Modi has frequently fused his image with that of India’s rise as an economic, diplomatic and technological power.
“Chandrayaan-3’s triumph mirrors the aspirations and capabilities of 1.4 billion Indians,” Mr. Modi said when the landing was complete, declaring the event as “the moment for new, developing India.”
S. Somanath, the director of the Indian Space Research Organization, had fun deflecting one reporter’s question about the project’s frugal cost. Somanath laughed and said, “I won’t disclose such secrets. We don’t want everyone else to become so cost-effective!” The Chandrayaan-2 was reported to have cost about $46 million, and the Chandrayaan-3 is supposed to have been in a similar range.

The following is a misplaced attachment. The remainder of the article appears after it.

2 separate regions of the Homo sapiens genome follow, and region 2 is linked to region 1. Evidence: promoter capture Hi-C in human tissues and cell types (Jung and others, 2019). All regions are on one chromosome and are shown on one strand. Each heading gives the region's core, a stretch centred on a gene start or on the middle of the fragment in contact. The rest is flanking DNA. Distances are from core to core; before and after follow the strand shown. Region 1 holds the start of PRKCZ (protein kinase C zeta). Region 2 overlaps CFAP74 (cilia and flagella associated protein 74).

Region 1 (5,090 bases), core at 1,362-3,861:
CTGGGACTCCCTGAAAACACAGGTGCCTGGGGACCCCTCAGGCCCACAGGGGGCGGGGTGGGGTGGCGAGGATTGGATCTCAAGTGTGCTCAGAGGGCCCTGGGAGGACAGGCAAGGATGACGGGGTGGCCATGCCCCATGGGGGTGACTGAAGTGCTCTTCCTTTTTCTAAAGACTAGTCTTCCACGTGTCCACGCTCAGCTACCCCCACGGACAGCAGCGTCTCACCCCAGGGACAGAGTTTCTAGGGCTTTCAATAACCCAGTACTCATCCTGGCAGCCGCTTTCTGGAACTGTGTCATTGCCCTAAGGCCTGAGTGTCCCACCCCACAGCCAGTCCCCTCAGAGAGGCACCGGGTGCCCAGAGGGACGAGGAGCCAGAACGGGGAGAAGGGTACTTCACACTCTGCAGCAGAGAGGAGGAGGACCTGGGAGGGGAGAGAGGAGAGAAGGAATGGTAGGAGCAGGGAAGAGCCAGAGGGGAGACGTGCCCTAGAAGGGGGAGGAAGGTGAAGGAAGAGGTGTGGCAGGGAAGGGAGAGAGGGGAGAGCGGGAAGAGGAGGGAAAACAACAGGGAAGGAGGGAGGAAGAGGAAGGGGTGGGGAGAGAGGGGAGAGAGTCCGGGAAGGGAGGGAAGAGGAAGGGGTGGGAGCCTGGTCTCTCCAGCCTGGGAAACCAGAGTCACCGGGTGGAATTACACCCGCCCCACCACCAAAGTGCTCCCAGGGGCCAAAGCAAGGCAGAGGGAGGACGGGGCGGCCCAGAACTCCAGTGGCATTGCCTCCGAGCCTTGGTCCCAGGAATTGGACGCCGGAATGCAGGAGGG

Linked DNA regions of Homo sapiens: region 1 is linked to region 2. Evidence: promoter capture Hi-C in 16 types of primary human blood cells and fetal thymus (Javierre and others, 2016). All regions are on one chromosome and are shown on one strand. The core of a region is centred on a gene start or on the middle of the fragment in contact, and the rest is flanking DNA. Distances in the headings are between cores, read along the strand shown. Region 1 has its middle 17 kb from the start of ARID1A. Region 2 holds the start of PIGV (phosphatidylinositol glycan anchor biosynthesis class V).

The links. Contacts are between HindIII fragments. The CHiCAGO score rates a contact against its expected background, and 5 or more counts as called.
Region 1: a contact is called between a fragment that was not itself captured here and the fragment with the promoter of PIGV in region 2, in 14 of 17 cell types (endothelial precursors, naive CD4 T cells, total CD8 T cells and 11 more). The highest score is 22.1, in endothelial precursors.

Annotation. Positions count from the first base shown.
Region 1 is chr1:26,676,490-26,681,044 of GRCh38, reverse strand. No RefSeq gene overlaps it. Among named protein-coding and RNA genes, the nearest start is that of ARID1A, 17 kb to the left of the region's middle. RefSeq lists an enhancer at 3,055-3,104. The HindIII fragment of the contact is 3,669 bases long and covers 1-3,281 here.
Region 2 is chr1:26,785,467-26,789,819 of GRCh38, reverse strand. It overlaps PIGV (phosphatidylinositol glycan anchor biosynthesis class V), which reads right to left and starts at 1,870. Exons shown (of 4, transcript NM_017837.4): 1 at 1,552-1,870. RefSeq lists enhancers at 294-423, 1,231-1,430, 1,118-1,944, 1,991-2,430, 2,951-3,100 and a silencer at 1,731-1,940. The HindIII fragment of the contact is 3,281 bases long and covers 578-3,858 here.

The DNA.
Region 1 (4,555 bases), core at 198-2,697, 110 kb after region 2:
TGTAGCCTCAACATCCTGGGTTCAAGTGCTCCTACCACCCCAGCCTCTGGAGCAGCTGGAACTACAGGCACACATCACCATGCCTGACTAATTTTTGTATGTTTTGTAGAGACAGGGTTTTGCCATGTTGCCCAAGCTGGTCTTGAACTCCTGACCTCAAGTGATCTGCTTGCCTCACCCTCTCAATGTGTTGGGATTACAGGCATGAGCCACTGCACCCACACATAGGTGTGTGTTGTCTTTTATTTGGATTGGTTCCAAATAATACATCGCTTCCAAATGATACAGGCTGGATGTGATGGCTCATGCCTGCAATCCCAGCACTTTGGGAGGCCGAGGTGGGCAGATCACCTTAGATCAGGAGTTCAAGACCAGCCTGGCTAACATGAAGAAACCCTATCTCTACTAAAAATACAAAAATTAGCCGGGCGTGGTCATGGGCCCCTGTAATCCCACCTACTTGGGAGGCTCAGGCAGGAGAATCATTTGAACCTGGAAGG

Prayers were offered for the mission’s success at Hindu temples, Sikh Gurdwaras and Muslim mosques. Schools held special ceremonies and organized live viewings of the moon landing, with an official YouTube video of the event racking up tens of millions of views. The police band in the city of Mumbai, India’s commercial and entertainment hub, sent a “special musical tribute” to the scientists, performing a popular patriotic song.
“There is full faith,” the song, in Hindi, says. “We will succeed.”
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